Will I Lose My Job Because of a DUI? Although you won’t find “loss of job” listed in the DUI penalty statute, a DUI arrest can have a devastating impact upon your continued employment. If you need to drive to get to work, or in the course of your job, a DUI arrest sets in motion two ways you can suffer due to loss of your license: (1) administratively at the hands of the Department of Licensing and (2) by court action if you are subsequently convicted of DUI. There is a twist: Under the “Ignition Interlock Law” upon timely application to the Department of licensing, an individual may continue to drive, without interruption, so long as the vehicle he/she is driving is equipped with an ignition interlock device. The new law provides an exception to the ignition interlock requirement for employees driving employer — owned vehicles on legitimate company business. However, depending upon the circumstances, there may be a “waiting period” before one is eligible for the employer exception, and this will prevent a person from driving a work vehicle for a period of time.
License suspension due to a DUI arrest poses an additional concern especially if you drive a company car: You are required to file “proof of financial responsibility” (SR22 insurance) with the department of licensing for three years. Some employers view drivers who are required to file SR22 insurance as “too risky” to entrust with company cars.
As a practical matter, if your job involves traveling and you must rent cars in destination cities, the DUI arrest itself can cause huge problems. Recall that upon a DUI arrest with a breath test of .08 or higher or a breath test refusal, the Department of Licensing issues a suspension that becomes effective 60 days after the arrest (be sure to timely request a hearing to fight the suspension). The driver can apply for an “ignition interlock license” and the “employer exception” that will permit the driver to drive on company business, even vehicles that are rented pursuant to business. However, there is a practical proble because the ignition interlock license doesn’t look like a license at all — it is a full size sheet of paper that declares itself to be a license. Click here to see the ignition interlock license, and ask yourself whether a car rental company will rent a vehicle when this license is presented by the driver. Additionally, the ignition interlock license itself cautions the driver that the license may or may not be valid in any other state. For business travelers, many of these considerations mitigate in favor of requesting a hearing to contest the administrative suspension. A victory at this hearing would avoid all of the above problems unless there ultimately is a conviction on the underlying DUI.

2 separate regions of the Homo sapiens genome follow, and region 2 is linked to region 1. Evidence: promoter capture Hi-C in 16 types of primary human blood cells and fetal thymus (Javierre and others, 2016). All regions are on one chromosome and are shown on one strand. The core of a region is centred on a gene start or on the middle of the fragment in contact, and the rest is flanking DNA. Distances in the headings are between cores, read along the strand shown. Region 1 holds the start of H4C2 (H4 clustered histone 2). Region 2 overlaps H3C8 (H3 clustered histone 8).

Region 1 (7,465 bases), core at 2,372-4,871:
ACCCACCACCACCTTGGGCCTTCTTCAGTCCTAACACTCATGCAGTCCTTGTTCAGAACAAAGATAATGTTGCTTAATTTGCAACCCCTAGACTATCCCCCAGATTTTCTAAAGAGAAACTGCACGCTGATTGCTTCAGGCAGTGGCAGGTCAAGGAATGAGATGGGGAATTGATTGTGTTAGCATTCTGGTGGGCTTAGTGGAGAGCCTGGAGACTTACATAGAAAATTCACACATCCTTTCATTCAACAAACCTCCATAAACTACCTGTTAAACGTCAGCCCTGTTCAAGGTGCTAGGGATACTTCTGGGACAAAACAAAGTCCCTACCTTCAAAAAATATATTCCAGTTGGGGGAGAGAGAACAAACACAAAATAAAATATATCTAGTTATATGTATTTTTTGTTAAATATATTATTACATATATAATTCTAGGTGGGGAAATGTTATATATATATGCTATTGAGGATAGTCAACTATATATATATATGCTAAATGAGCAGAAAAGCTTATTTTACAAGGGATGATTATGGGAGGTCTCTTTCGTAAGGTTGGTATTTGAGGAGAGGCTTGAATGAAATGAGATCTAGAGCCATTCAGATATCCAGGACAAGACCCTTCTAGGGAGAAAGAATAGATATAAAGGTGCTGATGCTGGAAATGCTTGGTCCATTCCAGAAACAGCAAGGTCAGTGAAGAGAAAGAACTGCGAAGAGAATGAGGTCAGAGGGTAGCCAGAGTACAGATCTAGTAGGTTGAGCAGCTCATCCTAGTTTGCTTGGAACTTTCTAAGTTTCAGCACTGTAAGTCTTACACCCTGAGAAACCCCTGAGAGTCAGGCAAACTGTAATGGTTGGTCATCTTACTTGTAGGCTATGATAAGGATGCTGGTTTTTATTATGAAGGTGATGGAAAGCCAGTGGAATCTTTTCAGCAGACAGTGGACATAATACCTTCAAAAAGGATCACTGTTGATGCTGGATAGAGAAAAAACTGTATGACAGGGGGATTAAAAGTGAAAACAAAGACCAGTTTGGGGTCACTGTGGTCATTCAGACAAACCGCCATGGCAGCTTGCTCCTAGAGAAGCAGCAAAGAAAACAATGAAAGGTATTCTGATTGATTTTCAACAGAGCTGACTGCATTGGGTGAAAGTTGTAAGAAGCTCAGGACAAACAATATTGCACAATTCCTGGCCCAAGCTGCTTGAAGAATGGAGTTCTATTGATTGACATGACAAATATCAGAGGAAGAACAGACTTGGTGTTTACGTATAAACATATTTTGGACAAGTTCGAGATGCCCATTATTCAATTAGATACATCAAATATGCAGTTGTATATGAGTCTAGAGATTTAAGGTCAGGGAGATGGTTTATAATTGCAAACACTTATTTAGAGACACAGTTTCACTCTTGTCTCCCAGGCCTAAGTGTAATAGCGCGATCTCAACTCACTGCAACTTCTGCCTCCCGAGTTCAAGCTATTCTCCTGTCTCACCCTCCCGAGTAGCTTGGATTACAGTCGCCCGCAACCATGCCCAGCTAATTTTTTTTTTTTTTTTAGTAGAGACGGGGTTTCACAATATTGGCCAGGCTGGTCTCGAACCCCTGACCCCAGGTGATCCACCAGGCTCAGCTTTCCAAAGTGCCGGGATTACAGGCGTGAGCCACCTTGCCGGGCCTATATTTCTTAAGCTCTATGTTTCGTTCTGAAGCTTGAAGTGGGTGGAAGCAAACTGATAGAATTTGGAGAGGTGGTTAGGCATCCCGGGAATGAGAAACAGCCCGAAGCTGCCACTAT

There are some careers that will be jeopardized by a DUI arrest or conviction for reasons other than loss of the ability to drive. Corporate officers, public figures, professional athletes,or employees with security clearances or in sensitive positions may find, if the matter comes to the attention of the media, that the impact of the resultant adverse publicity is more damaging to the career than the actual “legal” consequences of a DUI. The author of this article has represented individuals so situated. Such cases must be defended well and handled carefully, with the objective of preserving the career while minimizing potential legal consequences.
If you have fears about the impact of a DUI arrest or conviction upon your career, you should first determine, by obtaining the advice of experienced DUI defense counsel, the true potential consequences of your arrest and, with your lawyer, map out the best legal defense to the charge. Next, determine what the corporate policy is in the event of a DUI arrest or conviction so that you will not be terminated for failing to report an arrest IF you are required to do so. Take no steps without adequate professional advice. In some cases, additional steps might include contacting a union representative, or seeking independent representation by a lawyer versed in employment law.
Questions? Call Jon Fox at (425) 274-9190